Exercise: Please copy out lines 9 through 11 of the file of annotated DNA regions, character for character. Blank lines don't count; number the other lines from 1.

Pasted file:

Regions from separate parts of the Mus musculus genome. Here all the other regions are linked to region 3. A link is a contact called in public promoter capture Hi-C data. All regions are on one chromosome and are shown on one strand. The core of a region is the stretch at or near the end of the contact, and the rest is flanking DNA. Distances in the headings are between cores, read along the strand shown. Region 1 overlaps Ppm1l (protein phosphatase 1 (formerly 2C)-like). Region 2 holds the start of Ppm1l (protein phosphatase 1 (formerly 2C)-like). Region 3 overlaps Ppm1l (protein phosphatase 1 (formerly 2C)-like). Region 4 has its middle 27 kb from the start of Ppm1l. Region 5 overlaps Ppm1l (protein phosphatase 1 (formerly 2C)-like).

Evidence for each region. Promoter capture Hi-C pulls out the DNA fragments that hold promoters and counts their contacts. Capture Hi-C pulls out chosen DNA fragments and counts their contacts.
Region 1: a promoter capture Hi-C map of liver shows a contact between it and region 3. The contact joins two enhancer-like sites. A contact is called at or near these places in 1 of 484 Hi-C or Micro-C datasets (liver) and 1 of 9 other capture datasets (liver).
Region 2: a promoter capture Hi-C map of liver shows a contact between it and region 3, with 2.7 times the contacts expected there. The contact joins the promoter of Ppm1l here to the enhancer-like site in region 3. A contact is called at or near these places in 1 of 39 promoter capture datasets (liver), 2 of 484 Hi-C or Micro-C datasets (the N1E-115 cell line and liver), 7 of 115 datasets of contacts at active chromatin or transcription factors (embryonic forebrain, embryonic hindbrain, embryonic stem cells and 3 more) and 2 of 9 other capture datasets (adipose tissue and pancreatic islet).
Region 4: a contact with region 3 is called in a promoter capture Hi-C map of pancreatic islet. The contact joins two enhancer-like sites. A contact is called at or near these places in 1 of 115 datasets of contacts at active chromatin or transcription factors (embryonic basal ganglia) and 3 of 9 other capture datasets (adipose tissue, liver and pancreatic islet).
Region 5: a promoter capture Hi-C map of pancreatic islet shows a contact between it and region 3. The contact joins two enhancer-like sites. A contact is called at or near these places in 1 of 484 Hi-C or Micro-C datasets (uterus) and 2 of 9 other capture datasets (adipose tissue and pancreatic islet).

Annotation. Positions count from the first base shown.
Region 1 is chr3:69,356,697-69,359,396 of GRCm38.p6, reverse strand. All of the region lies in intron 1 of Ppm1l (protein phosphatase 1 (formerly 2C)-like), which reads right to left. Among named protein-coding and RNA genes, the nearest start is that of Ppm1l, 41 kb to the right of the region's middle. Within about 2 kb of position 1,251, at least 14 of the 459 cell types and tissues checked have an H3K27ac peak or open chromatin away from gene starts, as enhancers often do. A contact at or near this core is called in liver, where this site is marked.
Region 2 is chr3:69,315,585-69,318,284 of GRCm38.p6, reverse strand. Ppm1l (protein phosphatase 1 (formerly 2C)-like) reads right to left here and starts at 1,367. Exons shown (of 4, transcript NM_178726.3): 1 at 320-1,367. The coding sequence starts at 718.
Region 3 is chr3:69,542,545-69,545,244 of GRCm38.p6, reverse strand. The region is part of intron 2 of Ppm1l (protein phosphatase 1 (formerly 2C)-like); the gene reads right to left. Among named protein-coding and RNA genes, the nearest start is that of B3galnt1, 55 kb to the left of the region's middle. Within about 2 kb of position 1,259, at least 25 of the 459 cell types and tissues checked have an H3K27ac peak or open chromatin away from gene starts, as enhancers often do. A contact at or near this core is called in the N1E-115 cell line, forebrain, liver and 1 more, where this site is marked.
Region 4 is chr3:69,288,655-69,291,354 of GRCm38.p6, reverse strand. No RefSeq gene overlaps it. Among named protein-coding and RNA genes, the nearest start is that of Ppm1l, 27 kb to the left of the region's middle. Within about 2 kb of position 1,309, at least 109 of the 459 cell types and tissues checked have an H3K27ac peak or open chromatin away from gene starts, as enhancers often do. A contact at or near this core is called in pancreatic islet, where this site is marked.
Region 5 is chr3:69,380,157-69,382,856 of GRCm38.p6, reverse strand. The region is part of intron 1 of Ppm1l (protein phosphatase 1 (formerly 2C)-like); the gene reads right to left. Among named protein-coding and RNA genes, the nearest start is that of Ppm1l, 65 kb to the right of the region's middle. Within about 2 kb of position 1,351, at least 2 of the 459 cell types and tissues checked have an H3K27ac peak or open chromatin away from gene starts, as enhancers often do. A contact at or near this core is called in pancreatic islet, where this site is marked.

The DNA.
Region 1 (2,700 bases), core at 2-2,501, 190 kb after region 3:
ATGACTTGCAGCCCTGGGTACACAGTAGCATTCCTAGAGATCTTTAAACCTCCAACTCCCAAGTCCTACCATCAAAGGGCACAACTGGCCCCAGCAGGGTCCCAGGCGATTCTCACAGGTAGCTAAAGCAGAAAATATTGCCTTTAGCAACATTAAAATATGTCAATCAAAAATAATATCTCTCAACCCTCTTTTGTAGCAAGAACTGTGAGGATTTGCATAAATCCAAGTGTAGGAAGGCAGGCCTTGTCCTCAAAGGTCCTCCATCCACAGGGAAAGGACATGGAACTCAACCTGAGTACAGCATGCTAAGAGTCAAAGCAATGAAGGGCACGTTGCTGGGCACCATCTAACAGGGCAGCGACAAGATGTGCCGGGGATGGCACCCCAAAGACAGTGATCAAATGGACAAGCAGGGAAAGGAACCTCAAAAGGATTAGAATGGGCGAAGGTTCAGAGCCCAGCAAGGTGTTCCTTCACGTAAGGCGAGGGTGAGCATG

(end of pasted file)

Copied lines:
Region 2 is chr3:69,315,585-69,318,284 of GRCm38.p6, reverse strand. Ppm1l (protein phosphatase 1 (formerly 2C)-like) reads right to left here and starts at 1,367. Exons shown (of 4, transcript NM_178726.3): 1 at 320-1,367. The coding sequence starts at 718.
Region 3 is chr3:69,542,545-69,545,244 of GRCm38.p6, reverse strand. The region is part of intron 2 of Ppm1l (protein phosphatase 1 (formerly 2C)-like); the gene reads right to left. Among named protein-coding and RNA genes, the nearest start is that of B3galnt1, 55 kb to the left of the region's middle. Within about 2 kb of position 1,259, at least 25 of the 459 cell types and tissues checked have an H3K27ac peak or open chromatin away from gene starts, as enhancers often do. A contact at or near this core is called in the N1E-115 cell line, forebrain, liver and 1 more, where this site is marked.
Region 4 is chr3:69,288,655-69,291,354 of GRCm38.p6, reverse strand. No RefSeq gene overlaps it. Among named protein-coding and RNA genes, the nearest start is that of Ppm1l, 27 kb to the left of the region's middle. Within about 2 kb of position 1,309, at least 109 of the 459 cell types and tissues checked have an H3K27ac peak or open chromatin away from gene starts, as enhancers often do. A contact at or near this core is called in pancreatic islet, where this site is marked.